Another object of the present invention is to provide a protective outersole covering that is adapted to receive a preprinted label in the form of advertising and the like.
The present invention provides for a method of manufacturing footwear having an outersole with a removable protective covering. These manufacturing procedures comprise the following steps:
1) The applying of a sheet of protective covering to a sheet of outersole material with an adhesive backing to form a composite sheet;
2) The printing of advertisements, or product features, or footwear care and handling steps on the protective covering film sheet at predetermined locations;
3) The stamping out of the composite sheet to form a plurality of outersoles, each having a protective covering with printed matter contained thereon to form a finished outersole; and
4) The attachment of the finished outersole to a shoe upper to form a shoe, so that the protective covering is removable.
The protective covering prevents chemicals from getting on the outersole during and after manufacturing; prevents scuffing of the outersole at the point of sale; allows for advertising at the point of sale; and prevents dyes from coloring the outersole when custom dyeing a dyeable shoe.
Further objects, features, and advantages of the present invention will become apparent upon consideration of the detailed description of the presently-preferred embodiments, when taken in conjunction with the accompanying drawings, wherein:
FIG. 1 is a perspective view of the integral composite sheet of the present invention showing the protective covering laminated and adhered to the outersole material and stamped out to form a plurality of outersoles;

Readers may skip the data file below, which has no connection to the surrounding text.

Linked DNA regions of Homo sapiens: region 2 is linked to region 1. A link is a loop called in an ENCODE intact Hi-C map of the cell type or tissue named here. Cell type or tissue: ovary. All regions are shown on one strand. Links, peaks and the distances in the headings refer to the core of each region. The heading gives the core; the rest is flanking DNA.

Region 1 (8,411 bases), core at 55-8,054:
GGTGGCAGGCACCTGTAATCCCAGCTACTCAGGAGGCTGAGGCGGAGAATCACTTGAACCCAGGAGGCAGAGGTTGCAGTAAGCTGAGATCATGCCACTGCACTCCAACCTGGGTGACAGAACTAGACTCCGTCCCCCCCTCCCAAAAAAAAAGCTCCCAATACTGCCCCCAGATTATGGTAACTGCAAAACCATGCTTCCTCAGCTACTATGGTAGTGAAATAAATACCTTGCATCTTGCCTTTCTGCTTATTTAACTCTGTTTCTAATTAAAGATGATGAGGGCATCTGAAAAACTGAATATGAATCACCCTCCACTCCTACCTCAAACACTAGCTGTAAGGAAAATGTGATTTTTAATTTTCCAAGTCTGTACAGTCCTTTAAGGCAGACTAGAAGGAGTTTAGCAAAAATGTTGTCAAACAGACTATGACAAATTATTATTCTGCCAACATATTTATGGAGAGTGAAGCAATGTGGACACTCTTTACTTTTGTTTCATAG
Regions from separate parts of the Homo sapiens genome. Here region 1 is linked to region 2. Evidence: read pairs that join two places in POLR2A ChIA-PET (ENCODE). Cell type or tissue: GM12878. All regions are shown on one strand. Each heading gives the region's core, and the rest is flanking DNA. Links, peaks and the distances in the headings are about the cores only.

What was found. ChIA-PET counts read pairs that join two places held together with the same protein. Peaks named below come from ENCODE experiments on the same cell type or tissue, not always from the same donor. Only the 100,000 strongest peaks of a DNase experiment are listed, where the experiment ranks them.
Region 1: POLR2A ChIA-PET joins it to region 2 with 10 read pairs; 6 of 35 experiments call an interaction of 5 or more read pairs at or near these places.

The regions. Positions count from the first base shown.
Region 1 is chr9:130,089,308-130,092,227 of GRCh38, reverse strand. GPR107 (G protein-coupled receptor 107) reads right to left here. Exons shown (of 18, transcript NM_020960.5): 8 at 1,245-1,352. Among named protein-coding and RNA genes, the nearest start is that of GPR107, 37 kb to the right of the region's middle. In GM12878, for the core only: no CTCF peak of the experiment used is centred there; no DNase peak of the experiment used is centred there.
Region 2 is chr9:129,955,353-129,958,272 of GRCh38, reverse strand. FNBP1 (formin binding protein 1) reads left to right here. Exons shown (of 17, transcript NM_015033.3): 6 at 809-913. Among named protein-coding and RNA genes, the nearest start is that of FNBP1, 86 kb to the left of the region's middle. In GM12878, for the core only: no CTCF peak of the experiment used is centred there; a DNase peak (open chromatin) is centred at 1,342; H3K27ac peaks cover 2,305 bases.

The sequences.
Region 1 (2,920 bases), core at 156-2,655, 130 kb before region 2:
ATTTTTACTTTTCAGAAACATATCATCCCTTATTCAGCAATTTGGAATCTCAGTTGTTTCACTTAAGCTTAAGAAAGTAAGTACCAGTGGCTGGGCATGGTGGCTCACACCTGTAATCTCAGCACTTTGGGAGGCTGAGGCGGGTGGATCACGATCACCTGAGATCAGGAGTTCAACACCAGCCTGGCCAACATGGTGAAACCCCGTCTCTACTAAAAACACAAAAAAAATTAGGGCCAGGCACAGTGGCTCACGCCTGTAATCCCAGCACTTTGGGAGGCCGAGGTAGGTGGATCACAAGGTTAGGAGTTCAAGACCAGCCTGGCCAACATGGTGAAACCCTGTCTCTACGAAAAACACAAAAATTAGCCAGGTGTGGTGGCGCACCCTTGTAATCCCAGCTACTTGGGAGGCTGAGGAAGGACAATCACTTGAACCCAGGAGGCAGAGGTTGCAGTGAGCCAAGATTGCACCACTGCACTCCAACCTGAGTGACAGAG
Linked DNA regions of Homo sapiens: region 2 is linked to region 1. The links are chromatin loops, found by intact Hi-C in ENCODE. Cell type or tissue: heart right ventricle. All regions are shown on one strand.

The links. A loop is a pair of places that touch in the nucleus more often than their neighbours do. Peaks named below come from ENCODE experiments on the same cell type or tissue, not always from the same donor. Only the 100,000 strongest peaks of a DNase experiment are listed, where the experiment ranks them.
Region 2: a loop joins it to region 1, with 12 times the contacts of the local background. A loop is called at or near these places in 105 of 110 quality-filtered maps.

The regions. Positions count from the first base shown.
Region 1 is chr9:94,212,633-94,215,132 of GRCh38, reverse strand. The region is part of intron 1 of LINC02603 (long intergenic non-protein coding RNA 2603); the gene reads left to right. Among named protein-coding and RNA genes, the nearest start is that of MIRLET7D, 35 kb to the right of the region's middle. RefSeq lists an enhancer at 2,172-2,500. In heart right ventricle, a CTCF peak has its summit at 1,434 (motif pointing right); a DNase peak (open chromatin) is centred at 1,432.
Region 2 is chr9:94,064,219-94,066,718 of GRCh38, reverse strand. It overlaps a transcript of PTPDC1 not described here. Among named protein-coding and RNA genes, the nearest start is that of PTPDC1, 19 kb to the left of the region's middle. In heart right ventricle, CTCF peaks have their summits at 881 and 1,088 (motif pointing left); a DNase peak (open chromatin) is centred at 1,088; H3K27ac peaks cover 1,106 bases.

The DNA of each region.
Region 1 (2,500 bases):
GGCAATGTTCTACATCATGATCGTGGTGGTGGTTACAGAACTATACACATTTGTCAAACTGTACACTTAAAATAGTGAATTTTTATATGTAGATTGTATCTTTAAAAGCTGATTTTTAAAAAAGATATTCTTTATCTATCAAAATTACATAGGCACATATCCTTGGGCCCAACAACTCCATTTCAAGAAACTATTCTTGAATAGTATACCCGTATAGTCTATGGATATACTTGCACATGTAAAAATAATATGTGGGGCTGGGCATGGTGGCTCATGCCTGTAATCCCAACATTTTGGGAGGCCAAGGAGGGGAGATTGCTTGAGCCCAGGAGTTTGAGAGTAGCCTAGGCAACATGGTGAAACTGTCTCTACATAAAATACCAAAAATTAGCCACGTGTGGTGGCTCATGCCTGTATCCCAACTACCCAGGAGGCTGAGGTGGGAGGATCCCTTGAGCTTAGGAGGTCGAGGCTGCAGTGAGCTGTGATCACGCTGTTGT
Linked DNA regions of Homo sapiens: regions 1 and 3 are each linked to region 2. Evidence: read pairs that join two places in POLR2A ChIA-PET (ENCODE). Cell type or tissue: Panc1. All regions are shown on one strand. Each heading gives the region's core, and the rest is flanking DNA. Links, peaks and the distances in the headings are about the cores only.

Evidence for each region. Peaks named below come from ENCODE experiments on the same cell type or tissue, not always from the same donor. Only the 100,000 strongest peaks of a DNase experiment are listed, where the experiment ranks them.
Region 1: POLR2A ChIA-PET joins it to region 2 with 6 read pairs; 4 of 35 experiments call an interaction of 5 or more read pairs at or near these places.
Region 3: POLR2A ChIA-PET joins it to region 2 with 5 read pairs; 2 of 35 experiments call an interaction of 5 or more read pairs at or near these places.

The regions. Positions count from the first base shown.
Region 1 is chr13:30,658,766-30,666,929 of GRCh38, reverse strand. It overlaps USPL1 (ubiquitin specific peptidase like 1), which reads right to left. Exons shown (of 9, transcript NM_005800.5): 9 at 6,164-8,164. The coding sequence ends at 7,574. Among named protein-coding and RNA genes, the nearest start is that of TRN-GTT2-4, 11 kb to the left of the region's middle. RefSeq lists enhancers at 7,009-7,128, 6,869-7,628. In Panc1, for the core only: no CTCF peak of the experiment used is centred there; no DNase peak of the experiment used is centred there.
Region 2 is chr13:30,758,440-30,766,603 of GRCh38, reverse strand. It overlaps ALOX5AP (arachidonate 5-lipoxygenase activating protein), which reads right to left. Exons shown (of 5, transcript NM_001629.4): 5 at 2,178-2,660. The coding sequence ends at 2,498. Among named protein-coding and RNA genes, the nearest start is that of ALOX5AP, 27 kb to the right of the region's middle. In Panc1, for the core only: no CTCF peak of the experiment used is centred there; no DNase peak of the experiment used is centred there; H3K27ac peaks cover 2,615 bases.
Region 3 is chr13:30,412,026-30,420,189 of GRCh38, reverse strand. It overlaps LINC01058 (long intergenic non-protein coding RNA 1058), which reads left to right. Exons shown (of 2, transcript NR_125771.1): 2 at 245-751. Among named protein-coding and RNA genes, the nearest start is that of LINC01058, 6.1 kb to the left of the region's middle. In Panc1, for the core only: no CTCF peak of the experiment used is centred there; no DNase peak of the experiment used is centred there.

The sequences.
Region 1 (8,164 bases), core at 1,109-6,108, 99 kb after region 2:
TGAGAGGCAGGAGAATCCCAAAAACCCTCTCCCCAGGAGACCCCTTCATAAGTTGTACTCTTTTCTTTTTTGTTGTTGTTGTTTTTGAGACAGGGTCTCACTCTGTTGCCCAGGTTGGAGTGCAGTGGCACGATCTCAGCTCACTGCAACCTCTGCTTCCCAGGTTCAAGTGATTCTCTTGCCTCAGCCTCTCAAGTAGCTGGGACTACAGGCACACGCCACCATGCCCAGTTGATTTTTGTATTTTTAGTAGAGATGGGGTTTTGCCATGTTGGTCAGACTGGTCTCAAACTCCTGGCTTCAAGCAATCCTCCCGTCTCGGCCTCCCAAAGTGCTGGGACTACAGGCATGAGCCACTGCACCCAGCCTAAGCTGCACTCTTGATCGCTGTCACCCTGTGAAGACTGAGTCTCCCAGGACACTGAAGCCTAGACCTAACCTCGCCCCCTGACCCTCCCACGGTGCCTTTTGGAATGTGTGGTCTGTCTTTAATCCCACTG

FIG. 2 is a perspective view of the outersoles having advertising indicia contained thereon;
FIG. 3 is a perspective view of the bottom of a men's loafer shoe showing the outersole sewn to the shoe upper having advertising indicia on the protective covering; and
FIG. 4 is a perspective view of the bottom of a ladies' high heel shoe showing the outersole glued to a shoe upper having the protective covering attached to the outersole.
The preferred embodiment of the present invention provides for a method of manufacturing a shoe 30 having an outersole 20 with a removable protective covering 10, which are represented in FIGS. 1 through 4. The protective covering 10 for the outersole 20 includes a protective covering material 12 having on one side an adhesive backing 14 and on the outer side printed indicia 16, if desired. The covering material 12 is a thin sheet film made of paper, cellophane, polyvinylchloride (PVC), aluminum foil, polyethylene (PE), TEFLON, miscellaneous plastic films, or other composite materials used in manufacturing outersoles. The adhesive backing 14 may be made from pressure-sensitive adhesives or glues that are readily removed with the protective covering 10 when it is peeled away from the outersole 20. The outersole 20 may be made of vinyl material, rubber, leather, miscellaneous plastic materials, or any other material normally used in manufacturing outersoles and may be attached to a shoe upper by gluing, stitching 32, or stapling.
Alternatively, the covering material 12 may be a synthetic rubber or latex or similar material that is applied to the outersole 20 by spraying, brushing, or rolling it on. This material is a liquid with adhesive in it, and it will dry and cure itself and become a removable sheet that may be peeled off.
The method of manufacturing the protective coverings 10 for outersoles 20 of shoes 30 comprises a few steps. The initial step for this manufacturing procedure, as depicted in FIGS. 1 and 2, is the applying of a thin film sheet 12 (of protective covering 10) having an adhesive backing 14 to a sheet of outersole material 18 to form the composite sheet 40. There can be printed indicia on the film sheet 12 at specific locations within the sheet 12 which are preprinted prior to laminating the sheet 12 to outersole sheet 18. The printed indicia 16 can be advertising, or product information, handling and care of product, if desired. Alternatively, a preprinted label 50 may be adhered to film sheet 12, as shown in FIG. 4.
The next step is the stamping out of the composite sheet 40 to form a plurality of outersoles 20, each having the protective covering 10 and printed indicia 16 thereon which forms the finished outersoles 20, as depicted by FIGS. 1 and 2 of the drawings.